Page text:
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Raspberry Ketone: Dr. Oz Touts 'Miracle' Weight Loss Supplement, But Is It Real?

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UPDATED 3/30 12:30 p.m. ET: Supplement companies are scrambling to release a new weight-loss aid called red raspberry ketone. Just today, Pure Health released a 400 mg capsule. Their timing couldn't have been better: Dr. Mehmet Oz touted the aromatic compound, derived from red raspberries, on his show, calling it "the number one miracle in a bottle."

As Oz explains, raspberry ketone, or RK, may stimulate the production of adiponectin, a hormone found in fatty tissue that improves our ability to metabolize fat. RK is similar in structure to capsaicin, according to researchers -- an extract from hot peppers that is similarly associated with improved fat metabolism. Studies show that thin people have higher levels of adiponectin than overweight and obese people. What's more, researchers agree that the hormone helps regulate weight.

"Adiponectin actually improves insulin sensitivity and will result in weight loss," says Mark Hyman M.D., author of The Blood Sugar Solution. Still, he thought the claims about the supplement were a stretch.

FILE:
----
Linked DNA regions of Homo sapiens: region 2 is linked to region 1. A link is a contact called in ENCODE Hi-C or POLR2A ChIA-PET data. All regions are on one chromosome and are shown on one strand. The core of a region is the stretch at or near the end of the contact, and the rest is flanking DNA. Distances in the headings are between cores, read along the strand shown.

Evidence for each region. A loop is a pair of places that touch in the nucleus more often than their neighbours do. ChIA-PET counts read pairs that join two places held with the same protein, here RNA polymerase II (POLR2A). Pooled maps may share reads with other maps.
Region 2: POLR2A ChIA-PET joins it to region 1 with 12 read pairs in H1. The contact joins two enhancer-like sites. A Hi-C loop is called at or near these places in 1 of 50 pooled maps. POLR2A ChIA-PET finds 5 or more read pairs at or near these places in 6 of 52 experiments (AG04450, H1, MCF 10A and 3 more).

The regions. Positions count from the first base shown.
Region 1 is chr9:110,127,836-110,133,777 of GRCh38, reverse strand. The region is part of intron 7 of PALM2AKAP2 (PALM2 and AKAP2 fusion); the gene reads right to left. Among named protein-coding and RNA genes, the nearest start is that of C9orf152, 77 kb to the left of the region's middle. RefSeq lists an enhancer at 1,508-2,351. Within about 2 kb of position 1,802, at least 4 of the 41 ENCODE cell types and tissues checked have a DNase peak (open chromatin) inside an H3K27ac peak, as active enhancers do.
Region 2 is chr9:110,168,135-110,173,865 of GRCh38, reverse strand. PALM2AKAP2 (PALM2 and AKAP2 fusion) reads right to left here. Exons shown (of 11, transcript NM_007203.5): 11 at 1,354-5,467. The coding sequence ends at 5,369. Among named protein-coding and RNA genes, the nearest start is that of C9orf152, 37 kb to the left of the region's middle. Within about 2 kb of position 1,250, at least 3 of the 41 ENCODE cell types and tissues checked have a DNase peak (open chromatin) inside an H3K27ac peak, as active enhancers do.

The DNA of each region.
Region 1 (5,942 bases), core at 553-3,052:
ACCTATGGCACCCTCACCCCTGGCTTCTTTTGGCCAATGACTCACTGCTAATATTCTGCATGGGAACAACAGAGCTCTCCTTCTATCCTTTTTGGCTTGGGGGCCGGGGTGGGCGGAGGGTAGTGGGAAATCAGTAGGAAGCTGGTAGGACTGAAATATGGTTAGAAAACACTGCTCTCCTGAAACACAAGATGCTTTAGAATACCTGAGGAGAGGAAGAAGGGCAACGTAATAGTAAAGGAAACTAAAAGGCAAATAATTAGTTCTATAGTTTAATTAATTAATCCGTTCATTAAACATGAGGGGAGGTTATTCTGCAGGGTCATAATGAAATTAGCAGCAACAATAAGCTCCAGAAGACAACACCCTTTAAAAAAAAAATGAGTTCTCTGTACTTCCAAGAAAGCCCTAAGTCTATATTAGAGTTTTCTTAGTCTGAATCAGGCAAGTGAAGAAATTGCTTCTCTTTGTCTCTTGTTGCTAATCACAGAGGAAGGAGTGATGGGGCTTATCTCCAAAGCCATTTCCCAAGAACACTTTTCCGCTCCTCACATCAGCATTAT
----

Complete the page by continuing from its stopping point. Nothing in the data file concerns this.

After all, the studies that investigate RK's effect on adiponectin and weight loss were conducted in mice, not people. To date, there have not been any human trials to back up these claims. Without a single long-term study of the compound's effects on humans, any health claim is pure extrapolation. Still, the studies in mice do show some promise. Most recently, a 2010 study from Korea's Food & Drug Administration found that male mice who were given a high-fat diet along with an RK supplement had elevated secretion of adiponectin and, along with that, increased metabolism of fatty acids and less fat storage.

A similarly-designed 2005 study from Japan found that mice given a high-fat diet for six weeks and then, for an additional five weeks, the same high-fat diet along with one percent RK. They found that the supplement prevented weight gain, fat accumulation around the liver and triglyceride levels associated with eating the high-fat food. But many experts remain skeptical that such results can be replicated in people.

"RK might make 3T3L1 cells engage in lipolysis, but that is a far cry from doing it in humans," Dr. Robert Lustig, a neuroendocrinologist and professor of pediatrics in the Division of Endocrinology at University of California, San Francisco wrote about the research in an email to Healthy Living. What's more, "adiponectin correlates inversely with fat cell mass, but no one has shown the giving adiponectin reduces fat cell size."

What did you think? Will you try raspberry ketone? Tell us in the comments below

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